Tripoli, 10 March 2012: The French company that put together a powerful communications snooping programme for Qaddafi, is selling off the product, . . .[restrict]saying internet interception is no longer a core part of its business.
International technology firm Bull Information Systems is disposing of the Eagle Glint software developed by its Amesys subsidiary, specifically for Qaddafi but thereafter, reportedly sold to other governments in the Middle East and Africa.
Bull would not identify who the new owner is likely to be, saying only that it has agreed to enter into exclusive negotiations on the sale. It claims that the Eagle Glint system accounted for only half a percent of its revenues which in 2011 were €1.313 million ($1.7 billion), meaning sales were some $88 million.
The name Amesys first surfaced when it was spotted on documents in a film the BBC made inside the Tripoli “Homeland Security” operation centre, established in 2007. Amesys makes software and hardware to intercept emails, internet voice calls (VoIP), chat rooms, web pages visited and any searches made on a search engine.
As part of its Spy Files release, Wikileaks this January revealed a series of largely marketing documents for the Eagle Glint system and various items of hardware the French firm produces. However one document dated November 11, 2006 is titled “ Homeland Security Program. Public Safety Systems and Passport Network of the Great Libyan Arab Jamahiriya”.
While this makes no mention of Amesys, it includes Crescendo Industries, which according to an organisational chart included in the presentation, was a then partially-owned German subsidiary of the French company,. Crescendo in turn fully-owned another firm called i2e Technologies. Crescendo described itself as “ a critical systems architect ”.
These two businesses between them proposed extensive hardware installations to snoop not just on internet traffic but also mobile and landline phones. The proposal suggested that at least two completely separate monitoring centres be set up, duplicating their data. Though not actually specified in the document, it seems that the Eagle Glint software would be the key operational programme, enabling captured raw data to be retrieved and analysed and a constant watch kept for any key words that would launch an immediate alert.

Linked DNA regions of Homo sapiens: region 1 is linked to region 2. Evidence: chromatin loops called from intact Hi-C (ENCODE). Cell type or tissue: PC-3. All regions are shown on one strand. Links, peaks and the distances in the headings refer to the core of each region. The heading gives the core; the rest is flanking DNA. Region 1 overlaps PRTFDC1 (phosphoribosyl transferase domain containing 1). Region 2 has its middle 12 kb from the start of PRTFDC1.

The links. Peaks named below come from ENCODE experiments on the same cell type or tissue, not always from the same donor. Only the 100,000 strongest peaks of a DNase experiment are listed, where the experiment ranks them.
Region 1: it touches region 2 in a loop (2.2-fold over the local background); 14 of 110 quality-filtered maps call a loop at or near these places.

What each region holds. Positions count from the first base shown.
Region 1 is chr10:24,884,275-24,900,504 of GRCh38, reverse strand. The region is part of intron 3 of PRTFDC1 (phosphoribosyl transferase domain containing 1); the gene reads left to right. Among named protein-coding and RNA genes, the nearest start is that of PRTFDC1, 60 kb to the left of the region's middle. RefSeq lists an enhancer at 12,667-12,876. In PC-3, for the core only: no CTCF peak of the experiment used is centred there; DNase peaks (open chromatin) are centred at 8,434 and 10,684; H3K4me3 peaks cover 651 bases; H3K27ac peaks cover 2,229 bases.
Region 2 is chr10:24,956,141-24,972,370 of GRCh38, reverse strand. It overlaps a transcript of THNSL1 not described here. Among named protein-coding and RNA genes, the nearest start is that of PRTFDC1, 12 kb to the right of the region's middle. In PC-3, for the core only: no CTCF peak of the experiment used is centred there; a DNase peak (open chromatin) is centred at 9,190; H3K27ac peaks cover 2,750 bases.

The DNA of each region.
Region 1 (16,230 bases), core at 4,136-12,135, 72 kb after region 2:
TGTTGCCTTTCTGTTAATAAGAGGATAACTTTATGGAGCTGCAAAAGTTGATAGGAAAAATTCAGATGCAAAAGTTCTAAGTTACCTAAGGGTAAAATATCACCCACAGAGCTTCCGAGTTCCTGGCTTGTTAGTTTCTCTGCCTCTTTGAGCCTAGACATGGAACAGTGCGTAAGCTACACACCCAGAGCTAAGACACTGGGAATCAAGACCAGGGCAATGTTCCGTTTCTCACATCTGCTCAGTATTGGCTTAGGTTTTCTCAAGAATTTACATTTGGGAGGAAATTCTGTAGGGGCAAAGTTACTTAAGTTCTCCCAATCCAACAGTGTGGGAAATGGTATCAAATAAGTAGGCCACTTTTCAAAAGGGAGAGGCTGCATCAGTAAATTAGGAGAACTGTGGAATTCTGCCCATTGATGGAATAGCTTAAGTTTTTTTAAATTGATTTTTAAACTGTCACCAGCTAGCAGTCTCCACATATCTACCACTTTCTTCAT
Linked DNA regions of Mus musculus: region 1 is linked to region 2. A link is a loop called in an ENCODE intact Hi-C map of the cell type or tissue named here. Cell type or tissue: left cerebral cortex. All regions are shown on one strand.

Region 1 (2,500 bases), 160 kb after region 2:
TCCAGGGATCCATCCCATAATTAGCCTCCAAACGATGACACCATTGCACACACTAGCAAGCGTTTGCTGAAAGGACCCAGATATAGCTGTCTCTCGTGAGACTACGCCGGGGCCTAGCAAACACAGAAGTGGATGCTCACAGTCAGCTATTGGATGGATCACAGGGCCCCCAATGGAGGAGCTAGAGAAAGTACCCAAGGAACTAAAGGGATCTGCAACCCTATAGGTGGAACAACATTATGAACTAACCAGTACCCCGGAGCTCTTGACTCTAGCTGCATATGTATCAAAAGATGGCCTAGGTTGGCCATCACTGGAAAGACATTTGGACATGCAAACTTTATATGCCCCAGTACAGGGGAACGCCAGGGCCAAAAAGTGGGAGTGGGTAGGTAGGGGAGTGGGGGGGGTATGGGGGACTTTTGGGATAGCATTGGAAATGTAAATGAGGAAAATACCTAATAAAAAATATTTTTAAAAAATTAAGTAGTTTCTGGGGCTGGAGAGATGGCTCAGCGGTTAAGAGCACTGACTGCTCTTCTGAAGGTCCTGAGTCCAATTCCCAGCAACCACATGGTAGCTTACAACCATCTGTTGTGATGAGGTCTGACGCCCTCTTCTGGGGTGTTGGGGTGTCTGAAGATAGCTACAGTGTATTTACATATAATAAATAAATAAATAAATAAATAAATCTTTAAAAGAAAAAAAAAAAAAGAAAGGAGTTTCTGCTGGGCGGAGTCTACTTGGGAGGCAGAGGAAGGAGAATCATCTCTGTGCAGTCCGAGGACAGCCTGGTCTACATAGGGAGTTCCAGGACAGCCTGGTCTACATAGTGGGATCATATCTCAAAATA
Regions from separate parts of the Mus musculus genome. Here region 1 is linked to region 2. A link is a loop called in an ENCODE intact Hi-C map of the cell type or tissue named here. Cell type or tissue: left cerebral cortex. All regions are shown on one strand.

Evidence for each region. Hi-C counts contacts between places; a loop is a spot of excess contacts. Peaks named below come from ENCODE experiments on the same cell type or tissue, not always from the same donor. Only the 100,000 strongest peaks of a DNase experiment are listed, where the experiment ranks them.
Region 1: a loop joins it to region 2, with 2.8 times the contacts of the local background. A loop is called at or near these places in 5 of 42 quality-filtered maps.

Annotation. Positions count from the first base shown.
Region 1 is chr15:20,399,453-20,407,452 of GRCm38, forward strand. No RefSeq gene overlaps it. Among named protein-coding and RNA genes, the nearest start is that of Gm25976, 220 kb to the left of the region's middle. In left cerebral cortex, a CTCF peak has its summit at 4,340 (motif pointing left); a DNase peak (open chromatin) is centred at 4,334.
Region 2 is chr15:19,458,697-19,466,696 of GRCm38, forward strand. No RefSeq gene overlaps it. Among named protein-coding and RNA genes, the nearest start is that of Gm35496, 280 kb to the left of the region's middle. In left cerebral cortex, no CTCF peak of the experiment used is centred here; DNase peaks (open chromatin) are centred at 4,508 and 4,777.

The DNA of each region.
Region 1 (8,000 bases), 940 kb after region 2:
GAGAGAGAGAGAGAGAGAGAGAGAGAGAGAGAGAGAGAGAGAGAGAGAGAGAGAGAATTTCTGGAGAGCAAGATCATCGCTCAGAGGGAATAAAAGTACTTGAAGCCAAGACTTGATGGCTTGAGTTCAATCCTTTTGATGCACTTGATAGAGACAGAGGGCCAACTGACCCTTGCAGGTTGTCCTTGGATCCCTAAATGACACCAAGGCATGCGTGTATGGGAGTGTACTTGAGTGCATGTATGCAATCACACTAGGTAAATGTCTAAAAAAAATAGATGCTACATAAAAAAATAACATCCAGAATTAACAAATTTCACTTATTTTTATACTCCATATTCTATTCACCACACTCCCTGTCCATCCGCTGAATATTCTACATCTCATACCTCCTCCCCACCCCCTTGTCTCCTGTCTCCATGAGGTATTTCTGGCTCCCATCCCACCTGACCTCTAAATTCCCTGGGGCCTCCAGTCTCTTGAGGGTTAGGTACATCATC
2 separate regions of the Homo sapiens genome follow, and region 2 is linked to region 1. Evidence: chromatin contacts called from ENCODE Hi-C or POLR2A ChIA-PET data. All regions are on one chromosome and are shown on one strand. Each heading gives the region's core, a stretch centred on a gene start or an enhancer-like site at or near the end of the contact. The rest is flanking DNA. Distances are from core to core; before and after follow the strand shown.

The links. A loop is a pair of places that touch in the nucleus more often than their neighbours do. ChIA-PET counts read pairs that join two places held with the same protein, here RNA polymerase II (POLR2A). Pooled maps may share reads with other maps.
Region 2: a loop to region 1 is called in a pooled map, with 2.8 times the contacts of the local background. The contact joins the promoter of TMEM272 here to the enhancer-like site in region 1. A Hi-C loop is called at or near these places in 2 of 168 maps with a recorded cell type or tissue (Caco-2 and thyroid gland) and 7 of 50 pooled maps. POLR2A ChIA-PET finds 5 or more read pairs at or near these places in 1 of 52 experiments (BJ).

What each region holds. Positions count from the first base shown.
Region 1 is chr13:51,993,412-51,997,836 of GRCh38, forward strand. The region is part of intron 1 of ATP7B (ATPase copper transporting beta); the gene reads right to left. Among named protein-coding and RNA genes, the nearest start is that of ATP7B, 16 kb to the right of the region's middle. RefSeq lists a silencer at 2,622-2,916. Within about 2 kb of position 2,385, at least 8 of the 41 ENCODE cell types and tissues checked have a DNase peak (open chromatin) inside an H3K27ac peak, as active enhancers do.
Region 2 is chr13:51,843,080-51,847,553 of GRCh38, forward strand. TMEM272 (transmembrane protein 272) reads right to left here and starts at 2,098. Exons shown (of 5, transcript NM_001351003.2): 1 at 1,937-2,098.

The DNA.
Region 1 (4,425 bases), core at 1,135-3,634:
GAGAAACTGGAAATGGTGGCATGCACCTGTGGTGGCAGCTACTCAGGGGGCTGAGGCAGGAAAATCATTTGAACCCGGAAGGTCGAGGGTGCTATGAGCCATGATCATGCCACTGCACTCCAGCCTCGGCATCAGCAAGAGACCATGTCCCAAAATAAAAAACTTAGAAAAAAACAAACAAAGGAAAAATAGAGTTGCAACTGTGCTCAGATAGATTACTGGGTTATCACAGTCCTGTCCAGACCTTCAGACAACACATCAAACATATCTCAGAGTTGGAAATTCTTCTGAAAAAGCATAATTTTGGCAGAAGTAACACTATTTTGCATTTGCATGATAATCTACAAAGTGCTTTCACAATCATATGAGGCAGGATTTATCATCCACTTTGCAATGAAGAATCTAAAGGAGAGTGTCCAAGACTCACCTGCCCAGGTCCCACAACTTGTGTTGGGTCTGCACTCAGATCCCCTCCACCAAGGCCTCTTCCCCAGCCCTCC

Perhaps ironically, there was in addition a pitch to sell security to the government’s IT systems, which according to Crescendo, at that time had no security protection at all and were wide open to hackers.
They also sought to sell the Libyan security chiefs with whom they were dealing, two VIP convoy protection systems, which could jam any radio wave within 100 metres of a moving vehicle. However such was the high power required, the VIPs needed to sit in a protective Faraday Cage. There was also a pitch to sell Libya passport processing software.
It is not yet clear how many of these other proposals Qaddafi’s people went for while it is certain that the Amesys Eagle Glint was purchased. The original specification certainly must have struck some as being “over-engineered”. The spy programming and hardware could pick up 15,000 new connections every second and could handle over a million single connections. Given that even today, six years later, there are still only 100,000 people in Libya with internet connections, this seems a little like over-kill. [/restrict]